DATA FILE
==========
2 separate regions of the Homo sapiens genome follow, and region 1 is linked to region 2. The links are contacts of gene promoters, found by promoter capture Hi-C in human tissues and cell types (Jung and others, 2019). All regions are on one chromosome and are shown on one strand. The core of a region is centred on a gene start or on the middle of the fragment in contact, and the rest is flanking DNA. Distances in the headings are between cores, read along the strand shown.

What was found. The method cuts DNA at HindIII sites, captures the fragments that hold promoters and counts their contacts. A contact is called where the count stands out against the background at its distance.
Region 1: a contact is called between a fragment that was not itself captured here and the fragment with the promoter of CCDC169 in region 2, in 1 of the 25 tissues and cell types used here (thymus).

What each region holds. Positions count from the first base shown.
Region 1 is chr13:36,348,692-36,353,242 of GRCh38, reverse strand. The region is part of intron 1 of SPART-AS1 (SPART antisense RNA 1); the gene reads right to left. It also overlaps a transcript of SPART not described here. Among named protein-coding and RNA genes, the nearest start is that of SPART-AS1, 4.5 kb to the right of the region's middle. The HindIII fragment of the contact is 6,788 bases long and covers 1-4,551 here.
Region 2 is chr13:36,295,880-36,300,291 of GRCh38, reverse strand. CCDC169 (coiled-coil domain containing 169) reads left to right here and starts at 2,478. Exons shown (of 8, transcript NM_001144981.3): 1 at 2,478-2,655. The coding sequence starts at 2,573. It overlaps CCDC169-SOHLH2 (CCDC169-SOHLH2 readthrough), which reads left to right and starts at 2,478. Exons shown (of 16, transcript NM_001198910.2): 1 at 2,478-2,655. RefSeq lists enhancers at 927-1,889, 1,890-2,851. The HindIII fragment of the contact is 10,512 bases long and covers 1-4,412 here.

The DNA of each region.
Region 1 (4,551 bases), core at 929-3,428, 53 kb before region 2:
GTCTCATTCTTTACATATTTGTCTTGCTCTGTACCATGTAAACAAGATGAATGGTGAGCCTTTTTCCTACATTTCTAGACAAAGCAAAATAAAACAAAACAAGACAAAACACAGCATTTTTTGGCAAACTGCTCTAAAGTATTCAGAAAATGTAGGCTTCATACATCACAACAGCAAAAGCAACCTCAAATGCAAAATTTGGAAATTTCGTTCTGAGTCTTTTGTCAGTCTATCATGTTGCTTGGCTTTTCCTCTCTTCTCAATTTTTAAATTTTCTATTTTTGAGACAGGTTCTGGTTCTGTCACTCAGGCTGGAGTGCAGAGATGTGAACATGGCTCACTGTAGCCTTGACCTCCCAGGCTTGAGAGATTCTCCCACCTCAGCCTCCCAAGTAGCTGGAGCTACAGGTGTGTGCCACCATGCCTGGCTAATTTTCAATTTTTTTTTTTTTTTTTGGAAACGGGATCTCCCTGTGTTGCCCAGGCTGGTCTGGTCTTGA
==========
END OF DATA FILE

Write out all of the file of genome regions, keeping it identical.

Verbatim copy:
2 separate regions of the Homo sapiens genome follow, and region 1 is linked to region 2. The links are contacts of gene promoters, found by promoter capture Hi-C in human tissues and cell types (Jung and others, 2019). All regions are on one chromosome and are shown on one strand. The core of a region is centred on a gene start or on the middle of the fragment in contact, and the rest is flanking DNA. Distances in the headings are between cores, read along the strand shown.

What was found. The method cuts DNA at HindIII sites, captures the fragments that hold promoters and counts their contacts. A contact is called where the count stands out against the background at its distance.
Region 1: a contact is called between a fragment that was not itself captured here and the fragment with the promoter of CCDC169 in region 2, in 1 of the 25 tissues and cell types used here (thymus).

What each region holds. Positions count from the first base shown.
Region 1 is chr13:36,348,692-36,353,242 of GRCh38, reverse strand. The region is part of intron 1 of SPART-AS1 (SPART antisense RNA 1); the gene reads right to left. It also overlaps a transcript of SPART not described here. Among named protein-coding and RNA genes, the nearest start is that of SPART-AS1, 4.5 kb to the right of the region's middle. The HindIII fragment of the contact is 6,788 bases long and covers 1-4,551 here.
Region 2 is chr13:36,295,880-36,300,291 of GRCh38, reverse strand. CCDC169 (coiled-coil domain containing 169) reads left to right here and starts at 2,478. Exons shown (of 8, transcript NM_001144981.3): 1 at 2,478-2,655. The coding sequence starts at 2,573. It overlaps CCDC169-SOHLH2 (CCDC169-SOHLH2 readthrough), which reads left to right and starts at 2,478. Exons shown (of 16, transcript NM_001198910.2): 1 at 2,478-2,655. RefSeq lists enhancers at 927-1,889, 1,890-2,851. The HindIII fragment of the contact is 10,512 bases long and covers 1-4,412 here.

The DNA of each region.
Region 1 (4,551 bases), core at 929-3,428, 53 kb before region 2:
GTCTCATTCTTTACATATTTGTCTTGCTCTGTACCATGTAAACAAGATGAATGGTGAGCCTTTTTCCTACATTTCTAGACAAAGCAAAATAAAACAAAACAAGACAAAACACAGCATTTTTTGGCAAACTGCTCTAAAGTATTCAGAAAATGTAGGCTTCATACATCACAACAGCAAAAGCAACCTCAAATGCAAAATTTGGAAATTTCGTTCTGAGTCTTTTGTCAGTCTATCATGTTGCTTGGCTTTTCCTCTCTTCTCAATTTTTAAATTTTCTATTTTTGAGACAGGTTCTGGTTCTGTCACTCAGGCTGGAGTGCAGAGATGTGAACATGGCTCACTGTAGCCTTGACCTCCCAGGCTTGAGAGATTCTCCCACCTCAGCCTCCCAAGTAGCTGGAGCTACAGGTGTGTGCCACCATGCCTGGCTAATTTTCAATTTTTTTTTTTTTTTTTGGAAACGGGATCTCCCTGTGTTGCCCAGGCTGGTCTGGTCTTGA